Driving a car may is not directly related to many corporate jobs, but when millions of robots start talking to each other to learn new driving rules, understand laws in different states, and adjust to changing weather conditions… learning machines will evolve at lightning speed.
Newspapers and text media have used robot reporters to write sports stories, financial updates, and other materials. Robots have autonomously performed surgery, and even independently performed research studies. Robots that can learn and adapt have arrived.
INSERT ROBOT HERE: To determine where these robots will work, let’s look at how outsourcers identify and prioritize projects. First they analyze a corporation to identify jobs that are performed by many people, even if the positions have different names. Next they look at the current cost and the replacement cost (offshore or automated). If these first two criteria yield compelling numbers, then you would choose the simplest of these positions to transfer. An entry level position instead of a senior position, or if there are many similar positions, the one that is the best documented. You will still need to add documentation, work out processes and identify tacit knowledge that is always overlooked, but good documentation gives you a good head start.
In the coming robotic revolution, the best place to start (entry level, well documented, and high paying) will be the positions filled by graduate MBA’s. Graduates with MBA’s and professional degrees (lawyers, doctors, accountants, consultants, etc.) have built their own “onboarding engine”. Just as outsourcing has an engine that is pumping jobs offshore, these professional schools have an engine that pumps graduate students into corporations. For many decades, corporations work directly with professional schools to ensure that their graduates fit into “development tracks” in the corporation.
For example, business colleges graduate MBA’s that are trained to become financial analysts. MBA programs train to the skills that their corporate customers want. Corporations go to their favorite campuses to recruit. New MBA programs are constantly looking for ways to tweak their program to get included in these recruiting efforts. The “onboarding engine” is already connected to one part of the corporation, while the “outsourcing engine” is connected to other areas of the corporation.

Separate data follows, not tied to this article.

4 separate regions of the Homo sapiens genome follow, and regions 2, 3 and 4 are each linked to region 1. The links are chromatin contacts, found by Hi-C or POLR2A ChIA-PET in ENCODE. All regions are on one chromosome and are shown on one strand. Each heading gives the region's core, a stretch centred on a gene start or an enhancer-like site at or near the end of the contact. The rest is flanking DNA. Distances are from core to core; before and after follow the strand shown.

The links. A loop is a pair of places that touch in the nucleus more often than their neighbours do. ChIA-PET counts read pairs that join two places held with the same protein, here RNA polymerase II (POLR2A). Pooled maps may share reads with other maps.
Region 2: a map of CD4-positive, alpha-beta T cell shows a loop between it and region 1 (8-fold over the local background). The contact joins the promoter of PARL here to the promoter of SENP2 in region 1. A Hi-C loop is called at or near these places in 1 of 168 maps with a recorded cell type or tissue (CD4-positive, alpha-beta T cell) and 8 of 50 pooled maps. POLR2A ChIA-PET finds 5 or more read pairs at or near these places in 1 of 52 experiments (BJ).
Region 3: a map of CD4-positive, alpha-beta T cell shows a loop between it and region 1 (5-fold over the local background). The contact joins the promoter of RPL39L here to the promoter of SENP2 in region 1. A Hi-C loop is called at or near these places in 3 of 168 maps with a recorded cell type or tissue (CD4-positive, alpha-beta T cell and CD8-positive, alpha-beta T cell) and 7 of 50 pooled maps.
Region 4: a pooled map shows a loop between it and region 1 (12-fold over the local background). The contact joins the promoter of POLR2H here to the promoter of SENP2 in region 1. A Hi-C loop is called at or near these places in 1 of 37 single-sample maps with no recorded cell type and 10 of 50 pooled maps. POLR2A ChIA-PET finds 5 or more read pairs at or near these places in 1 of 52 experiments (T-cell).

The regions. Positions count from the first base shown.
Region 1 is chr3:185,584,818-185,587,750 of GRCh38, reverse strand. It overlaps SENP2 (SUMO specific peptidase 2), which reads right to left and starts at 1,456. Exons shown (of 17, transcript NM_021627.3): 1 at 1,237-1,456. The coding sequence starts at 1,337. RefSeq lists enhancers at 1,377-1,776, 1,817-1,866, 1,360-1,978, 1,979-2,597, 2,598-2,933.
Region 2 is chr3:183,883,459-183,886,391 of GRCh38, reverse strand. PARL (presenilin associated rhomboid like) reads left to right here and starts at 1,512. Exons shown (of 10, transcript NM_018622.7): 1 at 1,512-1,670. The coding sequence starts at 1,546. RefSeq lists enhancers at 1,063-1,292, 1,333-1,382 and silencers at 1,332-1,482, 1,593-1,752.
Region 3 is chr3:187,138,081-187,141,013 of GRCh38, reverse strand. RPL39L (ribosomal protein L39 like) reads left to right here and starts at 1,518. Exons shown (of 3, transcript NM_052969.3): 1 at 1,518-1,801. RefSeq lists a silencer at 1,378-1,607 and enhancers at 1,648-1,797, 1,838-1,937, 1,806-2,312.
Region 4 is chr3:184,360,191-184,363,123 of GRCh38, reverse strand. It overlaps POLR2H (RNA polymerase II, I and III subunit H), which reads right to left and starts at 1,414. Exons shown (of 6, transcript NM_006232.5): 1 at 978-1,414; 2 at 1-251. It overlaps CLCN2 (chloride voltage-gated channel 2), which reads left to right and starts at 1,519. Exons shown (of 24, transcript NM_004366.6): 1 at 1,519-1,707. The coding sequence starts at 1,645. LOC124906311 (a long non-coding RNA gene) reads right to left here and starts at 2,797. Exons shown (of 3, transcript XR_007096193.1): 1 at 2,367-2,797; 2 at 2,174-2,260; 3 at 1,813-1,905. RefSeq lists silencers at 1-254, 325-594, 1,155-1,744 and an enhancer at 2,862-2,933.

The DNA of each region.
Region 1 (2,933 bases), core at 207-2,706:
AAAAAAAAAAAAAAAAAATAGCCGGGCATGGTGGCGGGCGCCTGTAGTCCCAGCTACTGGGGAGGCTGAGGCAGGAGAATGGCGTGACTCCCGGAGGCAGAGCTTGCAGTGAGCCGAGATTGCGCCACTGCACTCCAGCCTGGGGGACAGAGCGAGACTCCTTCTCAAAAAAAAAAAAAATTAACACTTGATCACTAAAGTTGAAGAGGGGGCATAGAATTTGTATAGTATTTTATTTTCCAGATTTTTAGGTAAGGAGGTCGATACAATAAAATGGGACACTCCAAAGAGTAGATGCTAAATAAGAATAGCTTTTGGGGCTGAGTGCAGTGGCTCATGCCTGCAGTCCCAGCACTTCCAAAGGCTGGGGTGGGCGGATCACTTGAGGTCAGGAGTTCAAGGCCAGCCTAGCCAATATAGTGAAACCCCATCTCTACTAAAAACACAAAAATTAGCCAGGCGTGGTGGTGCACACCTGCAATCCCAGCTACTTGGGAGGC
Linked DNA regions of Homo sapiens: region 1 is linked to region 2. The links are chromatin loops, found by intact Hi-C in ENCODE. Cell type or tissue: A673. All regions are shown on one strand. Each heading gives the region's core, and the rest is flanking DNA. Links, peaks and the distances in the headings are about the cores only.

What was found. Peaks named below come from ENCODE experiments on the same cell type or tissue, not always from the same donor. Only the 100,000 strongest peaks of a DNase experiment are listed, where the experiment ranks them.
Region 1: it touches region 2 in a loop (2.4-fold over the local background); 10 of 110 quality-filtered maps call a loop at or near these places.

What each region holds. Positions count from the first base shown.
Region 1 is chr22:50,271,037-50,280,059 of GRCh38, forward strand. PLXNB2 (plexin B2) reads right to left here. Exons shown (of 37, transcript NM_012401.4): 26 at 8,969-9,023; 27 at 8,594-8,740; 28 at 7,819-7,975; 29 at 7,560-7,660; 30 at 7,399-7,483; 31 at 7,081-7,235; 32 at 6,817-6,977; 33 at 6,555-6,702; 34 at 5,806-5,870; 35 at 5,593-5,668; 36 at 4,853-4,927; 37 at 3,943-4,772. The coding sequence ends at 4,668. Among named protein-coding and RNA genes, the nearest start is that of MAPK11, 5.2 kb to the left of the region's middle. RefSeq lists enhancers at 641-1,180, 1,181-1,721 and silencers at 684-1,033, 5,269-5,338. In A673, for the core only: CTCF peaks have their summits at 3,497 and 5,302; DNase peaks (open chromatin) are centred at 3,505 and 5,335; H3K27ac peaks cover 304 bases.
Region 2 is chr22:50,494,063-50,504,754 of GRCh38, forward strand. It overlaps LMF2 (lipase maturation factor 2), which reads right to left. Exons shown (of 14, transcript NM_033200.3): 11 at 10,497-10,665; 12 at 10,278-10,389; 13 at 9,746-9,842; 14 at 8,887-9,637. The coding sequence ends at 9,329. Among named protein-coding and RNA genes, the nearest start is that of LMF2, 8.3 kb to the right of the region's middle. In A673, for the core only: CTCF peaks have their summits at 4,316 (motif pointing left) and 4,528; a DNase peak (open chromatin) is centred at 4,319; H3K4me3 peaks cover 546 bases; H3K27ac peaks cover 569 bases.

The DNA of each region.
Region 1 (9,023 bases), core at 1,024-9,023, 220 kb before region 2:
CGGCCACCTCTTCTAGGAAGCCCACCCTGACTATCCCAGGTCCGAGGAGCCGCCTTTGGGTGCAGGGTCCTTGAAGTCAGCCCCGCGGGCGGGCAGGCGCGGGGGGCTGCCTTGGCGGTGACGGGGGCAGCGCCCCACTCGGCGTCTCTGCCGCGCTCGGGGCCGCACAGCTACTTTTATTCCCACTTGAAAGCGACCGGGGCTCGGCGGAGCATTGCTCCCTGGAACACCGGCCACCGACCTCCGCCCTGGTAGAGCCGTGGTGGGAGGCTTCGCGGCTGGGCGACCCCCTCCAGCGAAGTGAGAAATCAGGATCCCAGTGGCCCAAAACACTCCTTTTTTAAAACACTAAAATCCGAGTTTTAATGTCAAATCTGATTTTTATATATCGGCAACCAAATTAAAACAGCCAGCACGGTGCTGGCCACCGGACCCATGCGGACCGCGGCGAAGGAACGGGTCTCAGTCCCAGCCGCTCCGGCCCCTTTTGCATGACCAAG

Once the outsourcing engine is upgraded with the right robotics to financial analysts work, you just need to let the two engines connect. In a couple of years, we can expect the first entry level MBA robot. At first, it will support, then replace many of the entry level MBA’s. Then it will start to move up the value chain to more and more senior versions of these jobs. Once the first robot is ready for any job description, it can be replicated across the entire army of robot “knowledge workers”. Within the next 5 years, we can expect that much if not all of the work that is done by rooms full of MBA’s can be performed by robotic learning machines.
HOW HIGH CAN YOU COUNT: How many jobs will be affected? Just as with farming and manufacturing, it takes time to go from the 1st robot until the field has matured. Farming took a century, and manufacturing took half that time. The last wave of service outsourcing took about 20 years. So, we should expect the move to a data economy will happen in 10 or 12 years, and it will pass the half way mark in 5 years or less. How many jobs will be affected? Keep in mind that when MBA graduate jobs go away, so too will jobs in HR and training. When the number of MBA’s shrinks, so too will the number of administrators and other support personnel. Conservatively, 60 million jobs (40% of US jobs) will be impacted, with some jobs permanently disappearing and others evolving into new positions.
Whew! We started with collecting coins from parking meters and we end with a devastating tidal wave of change that will sweep away some of the highest paying jobs today. You may think that this is a fantastic scenario, yet you can draw a straight line from farms, to factories, to service firms and follow it to our data economy and modern knowledge work. The only variable that changes is the speed at which each of these stages transfers transfer jobs. Of course, in the last stage jobs were largely transferred offshore and in the next stage work will be transferred to robots and away from humans.
Past pundits have said that we’ve reached the end of outsourcing. And then something a bit more complex is outsourced, or a new (lower cost)location become an outsourcing hotspot. In this coming wave, so much of the groundwork is already complete, and the technology is capable of moving so much faster, that outsourcing will cause many times the disruption that we have seen so far. Get ready for a rough ride as robots replace MBA’s in corporations around the world. But don’t worry, that doesn’t mean that America’s most privileged graduates will be unemployed. In our next blog, say “Hello!” to the Creative Economy! At least, that’s my Niccolls worth for today!